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October 27, 2023 at 7:40 AM EDT
China’s former Premier Li Keqiang, who gained a reputation as a reformer
but later found himself sidelined by President Xi Jinping, died of a heart
attack just months after stepping down as the nation’s No. 2 official. He was
Li passed away in the early hours of Friday in Shanghai after all rescue
efforts failed, according to a statement posted on the government’s website.
His death sparked a huge outpouring of grief on Friday on China’s tightly
controlled internet, with most comments expressing shock and sadness over
his passing.
“Rest in peace, people’s premier,” one top comment said on microblogging
platform Weibo, where the news was viewed some 1.3 billion times.
Li KeqiangPhotographer: Geert Vanden Wijngaert/Bloomberg
A trained economist who once rivaled Xi for the nation’s top job, Li
championed pro-market reforms and extolled the benefits of a more liberal
economic vision while steering the world’s second-largest economy through
a trade war with the US, a property crisis and the coronavirus pandemic.
But his influence steadily declined over his decade as head of government,
with Xi taking over key responsibilities traditionally reserved for the premier
as he amassed the most power in China since Mao Zedong.
Xi’s push to shape economic policy was a harbinger of a bigger shakeup in
the Communist Party that played out last year, when he secured a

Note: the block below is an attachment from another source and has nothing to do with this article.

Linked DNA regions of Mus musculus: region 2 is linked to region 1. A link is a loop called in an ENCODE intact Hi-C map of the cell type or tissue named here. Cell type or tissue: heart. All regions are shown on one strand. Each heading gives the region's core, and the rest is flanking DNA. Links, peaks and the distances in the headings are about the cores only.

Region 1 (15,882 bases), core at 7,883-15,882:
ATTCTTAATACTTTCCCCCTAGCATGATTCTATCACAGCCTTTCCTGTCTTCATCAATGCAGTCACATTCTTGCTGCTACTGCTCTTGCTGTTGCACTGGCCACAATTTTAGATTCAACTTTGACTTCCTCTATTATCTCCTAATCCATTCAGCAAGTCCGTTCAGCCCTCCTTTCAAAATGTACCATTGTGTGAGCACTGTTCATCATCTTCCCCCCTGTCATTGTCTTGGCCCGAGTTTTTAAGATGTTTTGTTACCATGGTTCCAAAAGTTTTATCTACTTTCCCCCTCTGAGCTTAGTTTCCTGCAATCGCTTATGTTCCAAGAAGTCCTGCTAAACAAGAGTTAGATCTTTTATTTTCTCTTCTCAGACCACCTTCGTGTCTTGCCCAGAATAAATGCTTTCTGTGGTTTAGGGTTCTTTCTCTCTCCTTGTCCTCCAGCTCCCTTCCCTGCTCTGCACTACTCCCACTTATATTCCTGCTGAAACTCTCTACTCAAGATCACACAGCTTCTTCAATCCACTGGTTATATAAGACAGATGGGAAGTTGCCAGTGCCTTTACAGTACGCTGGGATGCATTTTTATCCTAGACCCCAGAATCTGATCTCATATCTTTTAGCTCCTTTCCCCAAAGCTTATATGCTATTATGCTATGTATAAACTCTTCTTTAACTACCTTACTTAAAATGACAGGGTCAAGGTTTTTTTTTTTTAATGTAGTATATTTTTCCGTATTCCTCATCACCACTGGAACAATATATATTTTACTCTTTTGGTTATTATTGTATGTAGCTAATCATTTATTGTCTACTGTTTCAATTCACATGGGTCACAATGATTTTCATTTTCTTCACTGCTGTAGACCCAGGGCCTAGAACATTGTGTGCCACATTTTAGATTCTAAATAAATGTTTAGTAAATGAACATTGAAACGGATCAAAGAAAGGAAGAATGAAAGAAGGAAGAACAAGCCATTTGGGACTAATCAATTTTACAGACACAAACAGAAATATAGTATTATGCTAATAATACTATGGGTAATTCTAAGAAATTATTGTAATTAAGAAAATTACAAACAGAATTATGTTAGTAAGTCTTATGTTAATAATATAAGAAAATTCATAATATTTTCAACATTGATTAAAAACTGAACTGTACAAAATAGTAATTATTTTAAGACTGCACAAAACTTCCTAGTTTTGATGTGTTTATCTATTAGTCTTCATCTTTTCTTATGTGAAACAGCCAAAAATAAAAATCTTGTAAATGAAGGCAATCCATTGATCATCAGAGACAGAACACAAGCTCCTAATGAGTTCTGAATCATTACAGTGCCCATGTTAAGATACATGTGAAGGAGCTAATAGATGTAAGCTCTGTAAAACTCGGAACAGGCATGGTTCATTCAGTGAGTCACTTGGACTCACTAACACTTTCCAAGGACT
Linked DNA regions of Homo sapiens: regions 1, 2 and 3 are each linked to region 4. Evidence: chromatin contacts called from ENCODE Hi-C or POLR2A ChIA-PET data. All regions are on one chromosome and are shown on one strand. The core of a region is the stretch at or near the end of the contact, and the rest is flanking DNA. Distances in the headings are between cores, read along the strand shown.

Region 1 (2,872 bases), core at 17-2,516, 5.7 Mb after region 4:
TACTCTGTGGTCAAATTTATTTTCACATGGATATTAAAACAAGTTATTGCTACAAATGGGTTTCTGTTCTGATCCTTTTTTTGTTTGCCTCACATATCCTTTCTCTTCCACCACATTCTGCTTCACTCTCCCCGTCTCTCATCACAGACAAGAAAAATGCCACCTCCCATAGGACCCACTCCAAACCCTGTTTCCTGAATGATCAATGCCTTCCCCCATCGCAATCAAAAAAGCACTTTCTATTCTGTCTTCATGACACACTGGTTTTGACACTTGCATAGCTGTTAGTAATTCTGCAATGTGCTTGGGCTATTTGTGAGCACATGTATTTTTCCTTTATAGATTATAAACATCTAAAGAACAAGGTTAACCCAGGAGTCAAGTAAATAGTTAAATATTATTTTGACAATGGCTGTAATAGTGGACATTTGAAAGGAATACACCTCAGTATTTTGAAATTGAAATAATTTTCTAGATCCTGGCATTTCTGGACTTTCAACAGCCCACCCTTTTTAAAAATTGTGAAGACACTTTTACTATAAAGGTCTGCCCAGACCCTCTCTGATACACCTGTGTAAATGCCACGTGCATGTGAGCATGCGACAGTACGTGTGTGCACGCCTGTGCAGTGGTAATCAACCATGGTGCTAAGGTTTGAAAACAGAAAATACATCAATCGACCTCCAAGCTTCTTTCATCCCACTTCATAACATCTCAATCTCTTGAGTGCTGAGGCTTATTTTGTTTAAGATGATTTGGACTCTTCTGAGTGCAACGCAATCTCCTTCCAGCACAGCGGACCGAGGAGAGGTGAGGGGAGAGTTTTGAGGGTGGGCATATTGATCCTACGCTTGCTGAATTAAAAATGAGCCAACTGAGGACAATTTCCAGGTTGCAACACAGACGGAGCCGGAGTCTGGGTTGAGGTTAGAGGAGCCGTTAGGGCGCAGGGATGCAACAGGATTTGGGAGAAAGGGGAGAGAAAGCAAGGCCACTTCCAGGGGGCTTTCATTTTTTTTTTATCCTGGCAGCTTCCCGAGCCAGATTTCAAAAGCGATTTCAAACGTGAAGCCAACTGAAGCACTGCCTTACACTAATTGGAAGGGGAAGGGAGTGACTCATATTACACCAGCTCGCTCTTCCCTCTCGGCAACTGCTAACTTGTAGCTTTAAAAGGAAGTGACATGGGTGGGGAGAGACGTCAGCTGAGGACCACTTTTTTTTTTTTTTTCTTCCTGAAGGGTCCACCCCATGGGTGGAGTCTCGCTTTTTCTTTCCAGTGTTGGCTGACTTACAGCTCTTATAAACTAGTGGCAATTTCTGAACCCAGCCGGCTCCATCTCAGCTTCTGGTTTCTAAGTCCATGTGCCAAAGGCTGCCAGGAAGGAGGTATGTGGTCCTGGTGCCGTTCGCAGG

precedent-defying third term. Despite being eligible to stay on the seven-
member Politburo Standing Committee, Li was left off China’s most powerful
body and replaced as premier by a Xi ally, Li Qiang.
“Some are suggesting that Li is a symbol of a bygone reform era,” said
Richard McGregor, senior fellow for East Asia at the Lowy Institute in Sydney
who has written several books about Chinese politics, including The Party.
“He is more a symbol of the Xi Jinping era, in which putative reformers like Li
were sidelined and stripped of agency, even though he was ranked number
two in the party hierarchy.”
China’s state media published an official obituary, commending Li’s work as
premier, including promoting economic reform and resolving problems
relating to people’s livelihoods — such as job creation, education and
housing. It also highlighted Li’s work under Xi’s leadership and noted Li’s
continued backing of Xi after stepping down as premier, saying he “firmly
supported” anti-corruption efforts, without further elaborating.
The son of a minor Communist Party official, Li was born in Anhui province in
central China in July 1955. During the Cultural Revolution he was sent to
work in the province’s countryside, spending several years doing manual
labor while becoming his unit’s party branch secretary.
His reputation as a relatively liberal official took hold in the 1980s, when he
translated English works on constitutional law by a British judge. Li later
studied for a doctorate in economics under one of China’s leading advocates
for market reform.
Seen as a protege of former President Hu Jintao, Li was a member of the
Communist Youth League. That put him in a different camp of the ruling
party to Xi, who belongs to an elite class of well-connected revolutionary
Li’s political rise came via challenging stints as party chief in both the central